Lumitailz wrote:Another question :D - What determines whether a salt would dissolve in NaOH? I'll definitely do some lab tests in the future, but I want to know the chemistry behind it. For example, I get that calcium salts would all precipitate due to Ca(OH)2, but I don't understand why NaCl dissolves and Na2CO3 doesn't (unless the chart is messed up again).


Which chart are you using? Anyways, determining solubility is mainly based on understanding of chemical reactions (specifically double replacement/precipitation), ions, and periodic trends (often, using periodic trends is how to predict ion behavior in reactions, especially cations).

So, when you put a salt in a solution, think about the cation and the anion of the salt. In this case, for sodium carbonate, the cation is Na+ and the anion is (CO3)2-. Since Na+ is a highly reactive alkali metal (same with the others in its group), it will dissolve pretty much always dissolve, and NaOH itself is no exception. Then, you would have to look at which ions are present: Na+, OH-, and (CO3)2-. None of those can combine to make a solid, insoluble precipitate, so Na2CO3 really should be able to dissolve in NaOH (check in lab). Usually when I use NaOH to do a precipitate test I dissolve the powder in water first and then add NaOH so you can see it better, plus you can check its solubility in water first (that can tell a lot!).


Thank makes sense, thanks! As for chart, I use the one under Forensics Event Supervisors - http://mypage.iu.edu/~lwoz/socrime/ForQual.htm


Lol that one! I actually used it but I made a lot of edits to it based on info you need and don't need

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Re: Forensics C

Postby homesciencenerd » Wed Nov 30, 2016 7:03 pm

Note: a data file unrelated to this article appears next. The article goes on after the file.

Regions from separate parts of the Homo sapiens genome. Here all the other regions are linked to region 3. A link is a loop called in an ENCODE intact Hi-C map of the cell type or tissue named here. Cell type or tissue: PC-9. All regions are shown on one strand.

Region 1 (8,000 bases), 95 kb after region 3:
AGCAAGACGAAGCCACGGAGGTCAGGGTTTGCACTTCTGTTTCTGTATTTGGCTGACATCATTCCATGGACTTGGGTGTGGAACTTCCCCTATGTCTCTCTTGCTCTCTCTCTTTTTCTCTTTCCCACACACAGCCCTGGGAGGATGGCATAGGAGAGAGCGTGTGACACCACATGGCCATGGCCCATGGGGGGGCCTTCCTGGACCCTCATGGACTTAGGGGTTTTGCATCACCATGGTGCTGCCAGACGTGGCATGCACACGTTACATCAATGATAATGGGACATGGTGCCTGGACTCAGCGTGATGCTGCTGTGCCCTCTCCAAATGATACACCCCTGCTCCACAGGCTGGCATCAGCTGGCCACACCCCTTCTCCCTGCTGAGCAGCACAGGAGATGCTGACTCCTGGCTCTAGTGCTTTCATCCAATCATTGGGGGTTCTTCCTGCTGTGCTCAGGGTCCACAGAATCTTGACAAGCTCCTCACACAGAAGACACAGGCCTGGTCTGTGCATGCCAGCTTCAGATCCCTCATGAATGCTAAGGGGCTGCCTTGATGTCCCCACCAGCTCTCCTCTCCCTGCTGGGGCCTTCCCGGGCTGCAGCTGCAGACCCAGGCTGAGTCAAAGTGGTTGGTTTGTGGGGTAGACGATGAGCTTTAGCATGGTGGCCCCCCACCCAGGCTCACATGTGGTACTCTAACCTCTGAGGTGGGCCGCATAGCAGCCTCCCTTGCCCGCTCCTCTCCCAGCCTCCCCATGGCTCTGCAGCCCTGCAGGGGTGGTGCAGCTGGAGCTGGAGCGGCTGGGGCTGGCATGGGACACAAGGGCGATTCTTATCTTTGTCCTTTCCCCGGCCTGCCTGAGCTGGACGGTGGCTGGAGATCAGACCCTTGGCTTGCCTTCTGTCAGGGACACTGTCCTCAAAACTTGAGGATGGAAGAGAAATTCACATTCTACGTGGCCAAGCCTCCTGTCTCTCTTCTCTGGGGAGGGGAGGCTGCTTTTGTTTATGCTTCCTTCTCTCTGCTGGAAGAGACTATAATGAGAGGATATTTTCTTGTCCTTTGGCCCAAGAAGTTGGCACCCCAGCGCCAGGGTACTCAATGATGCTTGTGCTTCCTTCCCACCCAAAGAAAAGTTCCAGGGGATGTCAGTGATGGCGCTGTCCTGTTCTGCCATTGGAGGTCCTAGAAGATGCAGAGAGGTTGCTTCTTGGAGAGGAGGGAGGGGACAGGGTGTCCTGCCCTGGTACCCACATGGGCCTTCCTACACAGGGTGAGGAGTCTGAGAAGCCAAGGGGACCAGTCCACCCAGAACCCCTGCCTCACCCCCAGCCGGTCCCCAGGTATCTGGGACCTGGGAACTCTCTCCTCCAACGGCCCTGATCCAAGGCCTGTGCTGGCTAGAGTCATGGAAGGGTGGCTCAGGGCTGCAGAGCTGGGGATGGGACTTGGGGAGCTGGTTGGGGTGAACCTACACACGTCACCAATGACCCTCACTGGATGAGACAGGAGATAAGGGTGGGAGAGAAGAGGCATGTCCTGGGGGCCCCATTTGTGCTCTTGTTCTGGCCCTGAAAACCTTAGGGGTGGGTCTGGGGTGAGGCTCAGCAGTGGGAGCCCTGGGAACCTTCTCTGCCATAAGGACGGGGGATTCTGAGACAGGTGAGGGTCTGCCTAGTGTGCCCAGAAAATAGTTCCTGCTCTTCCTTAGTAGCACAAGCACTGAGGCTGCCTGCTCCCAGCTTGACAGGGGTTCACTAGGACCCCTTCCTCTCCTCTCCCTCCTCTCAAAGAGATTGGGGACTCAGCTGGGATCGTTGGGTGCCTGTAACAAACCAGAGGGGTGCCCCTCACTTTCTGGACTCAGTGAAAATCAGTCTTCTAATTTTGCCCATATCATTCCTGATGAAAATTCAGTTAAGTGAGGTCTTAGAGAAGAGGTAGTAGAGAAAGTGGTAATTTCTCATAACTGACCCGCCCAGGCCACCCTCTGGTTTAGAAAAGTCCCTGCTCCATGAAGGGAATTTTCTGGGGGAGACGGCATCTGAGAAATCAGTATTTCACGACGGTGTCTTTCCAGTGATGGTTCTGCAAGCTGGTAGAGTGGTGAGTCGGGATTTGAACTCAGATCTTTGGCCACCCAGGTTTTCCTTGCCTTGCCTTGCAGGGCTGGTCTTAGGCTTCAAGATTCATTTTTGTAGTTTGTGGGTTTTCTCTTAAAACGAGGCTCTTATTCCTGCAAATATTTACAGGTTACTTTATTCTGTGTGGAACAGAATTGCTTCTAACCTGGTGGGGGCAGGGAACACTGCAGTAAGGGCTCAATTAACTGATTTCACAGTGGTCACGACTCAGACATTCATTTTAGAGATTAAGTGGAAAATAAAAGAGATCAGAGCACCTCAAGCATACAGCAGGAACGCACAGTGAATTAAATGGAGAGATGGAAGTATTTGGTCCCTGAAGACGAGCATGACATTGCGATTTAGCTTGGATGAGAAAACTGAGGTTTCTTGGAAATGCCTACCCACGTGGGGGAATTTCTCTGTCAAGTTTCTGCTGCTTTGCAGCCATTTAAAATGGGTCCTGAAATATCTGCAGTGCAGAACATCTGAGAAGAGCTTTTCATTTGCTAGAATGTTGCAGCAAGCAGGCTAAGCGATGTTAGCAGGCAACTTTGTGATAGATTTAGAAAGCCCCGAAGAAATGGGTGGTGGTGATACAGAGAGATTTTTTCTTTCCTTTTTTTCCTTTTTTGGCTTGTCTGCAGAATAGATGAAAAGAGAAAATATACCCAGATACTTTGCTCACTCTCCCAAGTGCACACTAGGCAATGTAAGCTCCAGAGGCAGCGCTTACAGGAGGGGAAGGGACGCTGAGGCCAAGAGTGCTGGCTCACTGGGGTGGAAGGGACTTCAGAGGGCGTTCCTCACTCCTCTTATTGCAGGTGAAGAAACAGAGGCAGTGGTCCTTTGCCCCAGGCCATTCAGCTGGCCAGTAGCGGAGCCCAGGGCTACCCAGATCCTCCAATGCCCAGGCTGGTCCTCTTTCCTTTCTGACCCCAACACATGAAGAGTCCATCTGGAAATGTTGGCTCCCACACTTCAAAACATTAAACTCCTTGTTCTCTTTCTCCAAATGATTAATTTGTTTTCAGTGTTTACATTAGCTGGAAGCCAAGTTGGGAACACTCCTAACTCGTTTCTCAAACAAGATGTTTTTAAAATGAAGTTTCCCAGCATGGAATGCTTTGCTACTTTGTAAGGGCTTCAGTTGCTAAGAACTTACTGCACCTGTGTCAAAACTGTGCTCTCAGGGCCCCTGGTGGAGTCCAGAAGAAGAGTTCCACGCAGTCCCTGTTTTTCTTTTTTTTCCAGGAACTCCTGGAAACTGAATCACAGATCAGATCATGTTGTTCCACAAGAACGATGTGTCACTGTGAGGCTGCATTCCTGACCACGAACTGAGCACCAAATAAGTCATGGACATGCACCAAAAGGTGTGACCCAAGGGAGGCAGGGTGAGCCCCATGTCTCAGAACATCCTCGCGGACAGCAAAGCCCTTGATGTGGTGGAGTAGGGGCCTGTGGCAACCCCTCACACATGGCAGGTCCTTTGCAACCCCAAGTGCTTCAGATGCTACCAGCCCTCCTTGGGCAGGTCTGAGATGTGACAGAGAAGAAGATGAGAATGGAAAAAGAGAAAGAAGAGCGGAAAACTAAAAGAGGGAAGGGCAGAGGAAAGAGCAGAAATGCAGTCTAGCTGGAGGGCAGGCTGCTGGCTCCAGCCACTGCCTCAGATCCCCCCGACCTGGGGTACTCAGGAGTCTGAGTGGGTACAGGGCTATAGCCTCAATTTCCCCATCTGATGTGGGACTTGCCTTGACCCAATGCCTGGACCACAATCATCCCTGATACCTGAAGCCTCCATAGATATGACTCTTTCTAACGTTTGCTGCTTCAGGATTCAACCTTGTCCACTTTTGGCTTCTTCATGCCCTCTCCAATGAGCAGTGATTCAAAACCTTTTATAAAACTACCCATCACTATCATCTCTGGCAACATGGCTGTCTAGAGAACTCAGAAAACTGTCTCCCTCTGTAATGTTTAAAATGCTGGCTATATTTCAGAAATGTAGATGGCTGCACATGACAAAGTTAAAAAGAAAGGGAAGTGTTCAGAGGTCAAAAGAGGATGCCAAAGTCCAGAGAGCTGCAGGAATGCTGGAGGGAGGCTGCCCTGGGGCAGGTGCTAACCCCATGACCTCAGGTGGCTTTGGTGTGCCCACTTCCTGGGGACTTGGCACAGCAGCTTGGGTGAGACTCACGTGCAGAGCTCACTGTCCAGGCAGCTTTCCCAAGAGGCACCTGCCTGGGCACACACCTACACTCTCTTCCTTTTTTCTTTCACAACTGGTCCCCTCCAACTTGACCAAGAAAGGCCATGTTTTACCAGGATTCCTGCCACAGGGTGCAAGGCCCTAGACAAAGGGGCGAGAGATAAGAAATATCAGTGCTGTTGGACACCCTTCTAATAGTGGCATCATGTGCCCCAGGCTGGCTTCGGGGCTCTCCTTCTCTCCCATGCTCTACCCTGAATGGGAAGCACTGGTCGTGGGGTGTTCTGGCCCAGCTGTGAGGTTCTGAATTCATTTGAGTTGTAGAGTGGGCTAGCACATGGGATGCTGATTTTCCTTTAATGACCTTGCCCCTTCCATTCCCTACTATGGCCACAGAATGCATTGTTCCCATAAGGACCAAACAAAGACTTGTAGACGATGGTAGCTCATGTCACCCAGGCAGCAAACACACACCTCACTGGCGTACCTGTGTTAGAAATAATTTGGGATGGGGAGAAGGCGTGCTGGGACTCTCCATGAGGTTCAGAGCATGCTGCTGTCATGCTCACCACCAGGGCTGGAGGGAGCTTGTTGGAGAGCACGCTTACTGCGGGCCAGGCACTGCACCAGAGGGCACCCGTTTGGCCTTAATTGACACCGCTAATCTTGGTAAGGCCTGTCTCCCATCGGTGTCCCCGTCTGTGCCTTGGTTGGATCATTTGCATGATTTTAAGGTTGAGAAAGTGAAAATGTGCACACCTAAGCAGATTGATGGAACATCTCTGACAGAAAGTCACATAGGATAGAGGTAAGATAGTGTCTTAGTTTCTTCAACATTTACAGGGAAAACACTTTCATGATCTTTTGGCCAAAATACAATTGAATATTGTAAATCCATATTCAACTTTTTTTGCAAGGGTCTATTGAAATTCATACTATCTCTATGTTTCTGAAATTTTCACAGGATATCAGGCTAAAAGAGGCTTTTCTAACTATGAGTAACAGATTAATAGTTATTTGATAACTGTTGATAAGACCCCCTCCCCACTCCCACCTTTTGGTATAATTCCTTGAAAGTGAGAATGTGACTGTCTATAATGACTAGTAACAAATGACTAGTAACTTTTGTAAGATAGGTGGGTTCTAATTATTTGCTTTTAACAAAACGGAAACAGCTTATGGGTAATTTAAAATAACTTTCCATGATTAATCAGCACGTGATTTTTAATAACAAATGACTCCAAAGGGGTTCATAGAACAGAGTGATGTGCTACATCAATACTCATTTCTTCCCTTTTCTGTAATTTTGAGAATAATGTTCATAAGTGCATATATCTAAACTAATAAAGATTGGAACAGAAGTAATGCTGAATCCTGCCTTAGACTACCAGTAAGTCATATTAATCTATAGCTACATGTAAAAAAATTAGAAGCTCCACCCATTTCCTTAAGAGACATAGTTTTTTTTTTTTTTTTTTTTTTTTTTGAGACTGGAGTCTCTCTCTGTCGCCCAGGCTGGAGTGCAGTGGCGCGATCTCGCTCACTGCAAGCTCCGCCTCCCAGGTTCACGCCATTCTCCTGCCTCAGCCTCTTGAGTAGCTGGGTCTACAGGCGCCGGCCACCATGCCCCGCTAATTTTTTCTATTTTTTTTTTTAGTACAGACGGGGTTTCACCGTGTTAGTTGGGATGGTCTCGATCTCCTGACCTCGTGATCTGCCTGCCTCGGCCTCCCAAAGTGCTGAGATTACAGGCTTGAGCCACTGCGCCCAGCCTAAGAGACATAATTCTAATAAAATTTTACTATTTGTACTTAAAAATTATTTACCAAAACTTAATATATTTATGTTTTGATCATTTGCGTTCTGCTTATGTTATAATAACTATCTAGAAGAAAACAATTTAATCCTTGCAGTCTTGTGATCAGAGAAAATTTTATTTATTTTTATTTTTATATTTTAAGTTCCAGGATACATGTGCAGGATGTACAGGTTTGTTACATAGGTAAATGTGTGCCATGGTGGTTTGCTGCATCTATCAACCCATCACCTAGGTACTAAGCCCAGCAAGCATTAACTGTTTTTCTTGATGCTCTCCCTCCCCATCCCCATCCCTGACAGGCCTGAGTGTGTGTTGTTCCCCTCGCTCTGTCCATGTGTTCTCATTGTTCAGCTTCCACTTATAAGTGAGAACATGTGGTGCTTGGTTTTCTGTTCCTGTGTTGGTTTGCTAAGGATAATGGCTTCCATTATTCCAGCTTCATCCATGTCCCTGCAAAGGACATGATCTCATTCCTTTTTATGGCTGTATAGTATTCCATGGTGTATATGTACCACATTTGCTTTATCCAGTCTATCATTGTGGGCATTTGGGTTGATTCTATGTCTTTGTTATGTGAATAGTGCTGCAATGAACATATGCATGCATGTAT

Hi everyone, a quick question about calcium nitrate. Has anyone tried the "prilled" reagent form listed on Amazon, or a fertilizer that one can easily obtain that is
calcium nitrate? Will these forms produce a reliable result? Lab grade is quite hard to obtain it seems, and comes with a high shipping cost, due to being a hazardous material. It also must be shipped to a commercial address, which isn't a problem for most teams, but is hard for a homeschool team! Thanks for any help.

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Re: Forensics C

Postby pikachu4919 » Thu Dec 01, 2016 1:58 am

homesciencenerd wrote:Hi everyone, a quick question about calcium nitrate. Has anyone tried the "prilled" reagent form listed on Amazon, or a fertilizer that one can easily obtain that is
calcium nitrate? Will these forms produce a reliable result? Lab grade is quite hard to obtain it seems, and comes with a high shipping cost, due to being a hazardous material. It also must be shipped to a commercial address, which isn't a problem for most teams, but is hard for a homeschool team! Thanks for any help.


I wouldn't recommend using fertilizer as practice, or you should be extremely cautious about using it unless you're extremely confident it's 100% calcium nitrate because of the fact it could be mixed with other chemicals to make it into fertilizer which could potentially mess with reagent/flame test results (i.e. any trace of sodium will make a flame yellow instead of the reddish-orange color that calcium nitrate should be). The prilled form...I've used it before, I don't like it as much since the little pellets aren't as easy to pick up with tools for different tests (like I've found it hard to put them on nichrome wires for flame tests and they don't dissolve as nicely when trying to make solution out of them). I mean sometimes we used to use the prilled form and literally my coach tried to use a mortar and pestle to crush the pellets into a powder and that wasn't terribly successful...but I'd say it's probably more usable than fertilizer for the reasons I stated earlier.